Syngenta and Anheuser-Busch InBev (AB InBev) announced a partnership to secure the sourcing of high-quality malting barley, the key raw material for the beer industry.

Under the agreement, growers will have access to the best Syngenta malting barley varieties and a tailored growing approach, which includes training and advice on agronomy and sustainable farming practices. By following the protocol, growers will achieve superior yields when compared with current market standards, enabling them to supply AB InBev with consistently high-quality grain to meet the exacting standards for beer production.

Syngenta Chief Operating Officer John Atkin said, “We’ve announced a winning combination today. Growers will be able to consistently achieve higher yields of top-quality malting barley, which will increase their incomes and help Anheuser-Busch InBev meet growing demand for its products.”

Tony Milikin, chief procurement officer of AB InBev, commented, “We wish to keep barley relevant and interesting for growers by helping them develop their business in a qualitative, sustainable and profitable way. We work with them towards achieving a better yield – investing in the development of improved varieties while providing access to high quality seeds, the latest technology and expert advice from skilled agronomists. This is part of our dream to be the best beer company bringing people together for a better world.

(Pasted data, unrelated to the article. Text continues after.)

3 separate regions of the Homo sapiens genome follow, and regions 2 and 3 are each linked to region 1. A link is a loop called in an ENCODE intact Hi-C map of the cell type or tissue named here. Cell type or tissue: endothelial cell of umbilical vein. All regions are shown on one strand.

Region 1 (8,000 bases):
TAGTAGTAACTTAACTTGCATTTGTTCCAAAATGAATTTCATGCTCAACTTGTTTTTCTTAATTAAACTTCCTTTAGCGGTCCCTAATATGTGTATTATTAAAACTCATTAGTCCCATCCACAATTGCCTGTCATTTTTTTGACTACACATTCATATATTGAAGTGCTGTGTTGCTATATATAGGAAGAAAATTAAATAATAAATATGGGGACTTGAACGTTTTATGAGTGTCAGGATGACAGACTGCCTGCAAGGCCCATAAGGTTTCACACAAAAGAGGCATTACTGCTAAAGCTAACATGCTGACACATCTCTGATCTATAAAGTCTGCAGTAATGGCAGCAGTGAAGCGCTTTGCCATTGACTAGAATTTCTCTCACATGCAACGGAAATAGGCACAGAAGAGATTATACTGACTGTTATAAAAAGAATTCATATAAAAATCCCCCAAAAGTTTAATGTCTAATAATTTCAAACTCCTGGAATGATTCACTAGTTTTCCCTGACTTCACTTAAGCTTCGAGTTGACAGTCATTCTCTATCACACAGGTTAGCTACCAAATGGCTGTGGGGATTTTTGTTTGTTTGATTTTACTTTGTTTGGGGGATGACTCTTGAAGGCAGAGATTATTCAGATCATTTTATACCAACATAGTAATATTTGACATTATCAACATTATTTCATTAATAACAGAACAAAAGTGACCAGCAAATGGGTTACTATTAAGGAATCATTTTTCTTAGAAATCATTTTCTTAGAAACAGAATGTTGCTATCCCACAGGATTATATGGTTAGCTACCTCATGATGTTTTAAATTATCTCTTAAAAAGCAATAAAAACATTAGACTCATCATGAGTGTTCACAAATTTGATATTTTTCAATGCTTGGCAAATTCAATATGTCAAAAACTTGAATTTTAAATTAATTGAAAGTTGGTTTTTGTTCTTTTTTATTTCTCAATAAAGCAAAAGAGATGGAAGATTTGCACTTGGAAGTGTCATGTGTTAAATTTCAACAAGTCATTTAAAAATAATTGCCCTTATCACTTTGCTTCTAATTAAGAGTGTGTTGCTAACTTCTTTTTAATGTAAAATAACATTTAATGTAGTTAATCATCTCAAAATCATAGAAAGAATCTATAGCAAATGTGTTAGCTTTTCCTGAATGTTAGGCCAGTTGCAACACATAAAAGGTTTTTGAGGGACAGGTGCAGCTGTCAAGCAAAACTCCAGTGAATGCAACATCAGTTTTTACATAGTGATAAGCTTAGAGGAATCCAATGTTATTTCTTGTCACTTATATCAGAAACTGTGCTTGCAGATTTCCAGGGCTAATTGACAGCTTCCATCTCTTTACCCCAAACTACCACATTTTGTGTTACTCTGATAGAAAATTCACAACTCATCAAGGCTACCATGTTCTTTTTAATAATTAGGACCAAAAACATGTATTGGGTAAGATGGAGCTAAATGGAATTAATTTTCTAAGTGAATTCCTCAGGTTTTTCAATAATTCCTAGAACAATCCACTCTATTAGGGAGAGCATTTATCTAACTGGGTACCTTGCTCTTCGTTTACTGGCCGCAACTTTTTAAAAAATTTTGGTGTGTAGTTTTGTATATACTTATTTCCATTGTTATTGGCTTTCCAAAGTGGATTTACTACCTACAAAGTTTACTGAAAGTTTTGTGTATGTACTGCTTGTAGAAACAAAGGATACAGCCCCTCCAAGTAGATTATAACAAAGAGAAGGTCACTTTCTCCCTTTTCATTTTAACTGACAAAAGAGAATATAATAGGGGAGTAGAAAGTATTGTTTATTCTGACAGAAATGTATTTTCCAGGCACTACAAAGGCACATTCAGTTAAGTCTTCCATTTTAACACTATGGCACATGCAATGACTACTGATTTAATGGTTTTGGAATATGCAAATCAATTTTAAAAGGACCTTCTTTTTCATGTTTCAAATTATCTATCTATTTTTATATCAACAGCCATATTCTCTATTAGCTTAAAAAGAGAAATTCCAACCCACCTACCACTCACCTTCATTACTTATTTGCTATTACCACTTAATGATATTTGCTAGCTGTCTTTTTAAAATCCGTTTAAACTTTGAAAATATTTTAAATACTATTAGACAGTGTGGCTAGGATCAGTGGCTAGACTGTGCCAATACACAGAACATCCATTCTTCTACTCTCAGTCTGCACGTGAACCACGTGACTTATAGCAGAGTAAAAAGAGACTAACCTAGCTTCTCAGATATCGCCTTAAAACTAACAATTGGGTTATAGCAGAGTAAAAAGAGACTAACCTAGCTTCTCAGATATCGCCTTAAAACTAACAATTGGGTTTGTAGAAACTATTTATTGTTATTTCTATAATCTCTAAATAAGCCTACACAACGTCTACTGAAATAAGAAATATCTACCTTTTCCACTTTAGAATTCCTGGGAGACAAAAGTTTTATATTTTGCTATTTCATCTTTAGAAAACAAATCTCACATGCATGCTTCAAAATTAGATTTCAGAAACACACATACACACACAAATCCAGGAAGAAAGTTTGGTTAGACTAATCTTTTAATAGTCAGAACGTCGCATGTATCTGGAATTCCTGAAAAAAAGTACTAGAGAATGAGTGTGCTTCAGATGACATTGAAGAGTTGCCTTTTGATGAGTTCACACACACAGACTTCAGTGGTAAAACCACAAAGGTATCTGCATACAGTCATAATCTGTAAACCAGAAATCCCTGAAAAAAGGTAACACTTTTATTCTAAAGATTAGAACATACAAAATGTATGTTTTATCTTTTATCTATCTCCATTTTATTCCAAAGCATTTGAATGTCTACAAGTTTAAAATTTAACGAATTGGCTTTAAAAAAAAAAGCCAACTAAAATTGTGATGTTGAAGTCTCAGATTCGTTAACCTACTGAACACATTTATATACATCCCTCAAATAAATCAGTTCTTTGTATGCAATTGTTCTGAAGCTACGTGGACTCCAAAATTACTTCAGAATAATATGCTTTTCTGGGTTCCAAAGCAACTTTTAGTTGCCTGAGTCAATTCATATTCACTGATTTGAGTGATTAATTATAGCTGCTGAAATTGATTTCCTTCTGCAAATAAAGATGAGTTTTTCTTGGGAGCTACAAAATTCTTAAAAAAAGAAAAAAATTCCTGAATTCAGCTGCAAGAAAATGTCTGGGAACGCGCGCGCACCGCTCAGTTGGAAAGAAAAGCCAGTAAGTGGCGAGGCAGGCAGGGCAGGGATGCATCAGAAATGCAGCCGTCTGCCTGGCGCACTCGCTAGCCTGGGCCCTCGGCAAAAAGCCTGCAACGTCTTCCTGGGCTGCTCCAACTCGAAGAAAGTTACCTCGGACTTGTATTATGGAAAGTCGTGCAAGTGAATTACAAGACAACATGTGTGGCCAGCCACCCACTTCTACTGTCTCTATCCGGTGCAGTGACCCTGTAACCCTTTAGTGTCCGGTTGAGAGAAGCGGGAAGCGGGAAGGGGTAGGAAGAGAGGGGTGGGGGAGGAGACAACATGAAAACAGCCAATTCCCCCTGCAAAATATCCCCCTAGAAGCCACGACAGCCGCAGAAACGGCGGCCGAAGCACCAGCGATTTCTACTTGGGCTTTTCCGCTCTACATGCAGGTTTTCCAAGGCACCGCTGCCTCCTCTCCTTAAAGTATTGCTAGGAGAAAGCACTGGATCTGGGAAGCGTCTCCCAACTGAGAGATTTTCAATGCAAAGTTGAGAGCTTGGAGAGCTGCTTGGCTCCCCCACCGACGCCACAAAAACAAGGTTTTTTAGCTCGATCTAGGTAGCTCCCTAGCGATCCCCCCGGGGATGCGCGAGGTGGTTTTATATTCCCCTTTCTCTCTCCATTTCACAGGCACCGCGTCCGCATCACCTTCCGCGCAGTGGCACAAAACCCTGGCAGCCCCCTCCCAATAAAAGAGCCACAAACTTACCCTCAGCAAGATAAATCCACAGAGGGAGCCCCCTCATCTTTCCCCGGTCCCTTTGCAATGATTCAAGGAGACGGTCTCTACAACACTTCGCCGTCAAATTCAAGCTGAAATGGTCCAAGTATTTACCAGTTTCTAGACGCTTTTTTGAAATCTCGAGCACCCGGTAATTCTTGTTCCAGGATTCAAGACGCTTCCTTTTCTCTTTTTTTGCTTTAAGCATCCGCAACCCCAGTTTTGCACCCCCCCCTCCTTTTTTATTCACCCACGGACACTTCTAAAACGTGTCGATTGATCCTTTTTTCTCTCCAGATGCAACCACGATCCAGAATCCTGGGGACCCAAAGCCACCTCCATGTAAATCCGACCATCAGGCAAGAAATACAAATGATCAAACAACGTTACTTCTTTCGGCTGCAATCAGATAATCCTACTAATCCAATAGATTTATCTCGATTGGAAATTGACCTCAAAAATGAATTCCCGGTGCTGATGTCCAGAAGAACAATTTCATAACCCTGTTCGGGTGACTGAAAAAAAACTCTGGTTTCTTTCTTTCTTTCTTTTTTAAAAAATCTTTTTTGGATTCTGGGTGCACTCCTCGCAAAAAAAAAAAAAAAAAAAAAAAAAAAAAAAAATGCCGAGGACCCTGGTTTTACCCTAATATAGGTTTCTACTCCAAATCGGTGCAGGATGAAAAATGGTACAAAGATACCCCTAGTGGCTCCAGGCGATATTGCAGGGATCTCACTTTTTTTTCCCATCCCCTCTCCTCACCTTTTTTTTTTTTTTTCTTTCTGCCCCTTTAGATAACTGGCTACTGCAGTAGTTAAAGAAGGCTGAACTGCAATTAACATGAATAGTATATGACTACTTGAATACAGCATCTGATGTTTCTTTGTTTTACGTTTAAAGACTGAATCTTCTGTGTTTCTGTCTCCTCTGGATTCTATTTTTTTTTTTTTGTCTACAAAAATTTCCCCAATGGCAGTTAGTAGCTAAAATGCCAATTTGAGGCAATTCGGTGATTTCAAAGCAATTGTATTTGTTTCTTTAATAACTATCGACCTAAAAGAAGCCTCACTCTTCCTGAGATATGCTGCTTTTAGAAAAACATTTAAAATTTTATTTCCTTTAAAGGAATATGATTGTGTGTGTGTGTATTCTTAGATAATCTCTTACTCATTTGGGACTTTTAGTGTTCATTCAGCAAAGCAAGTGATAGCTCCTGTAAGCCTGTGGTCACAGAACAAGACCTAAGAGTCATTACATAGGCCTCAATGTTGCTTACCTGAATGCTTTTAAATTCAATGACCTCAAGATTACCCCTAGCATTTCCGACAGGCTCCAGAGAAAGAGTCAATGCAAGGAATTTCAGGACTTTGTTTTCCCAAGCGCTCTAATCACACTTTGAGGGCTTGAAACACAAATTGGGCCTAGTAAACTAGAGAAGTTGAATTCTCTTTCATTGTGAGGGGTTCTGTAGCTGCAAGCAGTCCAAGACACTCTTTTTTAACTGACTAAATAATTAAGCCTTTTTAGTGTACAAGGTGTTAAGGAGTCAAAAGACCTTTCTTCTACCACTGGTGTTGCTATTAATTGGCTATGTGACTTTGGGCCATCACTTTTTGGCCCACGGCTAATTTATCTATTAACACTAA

“As we work with more than 15,000 growers through longstanding barley programs in the United States, Canada, Mexico, Brazil, Uruguay, Argentina, China and Russia, we look forward to turning this new project into a shared success that we can scale.”

The first phase of the partnership will take place in Argentina. It will involve 160 growers and cover 14,000 hectares. The joint offer could be scalable to other markets where there would be opportunities to increase value for growers.

It is interesting to note that Anheuser-Busch InBev recently began posting online the ingredients used to produce its beer, which would suggest that the quality of malting barley might be looked at by the public as a major reason to pick one brand of beer over another. The posting of ingredients was in reaction to food bloggers and petition drives to have beer ingredients available for consideration by the public.

Anheuser-Busch and MillerCoors were the first two companies to post beer ingredients of some brands with the promise to provide ingredients of their entire line-up of brands. The ingredient lists are quite basic and almost the same from one brand to the next.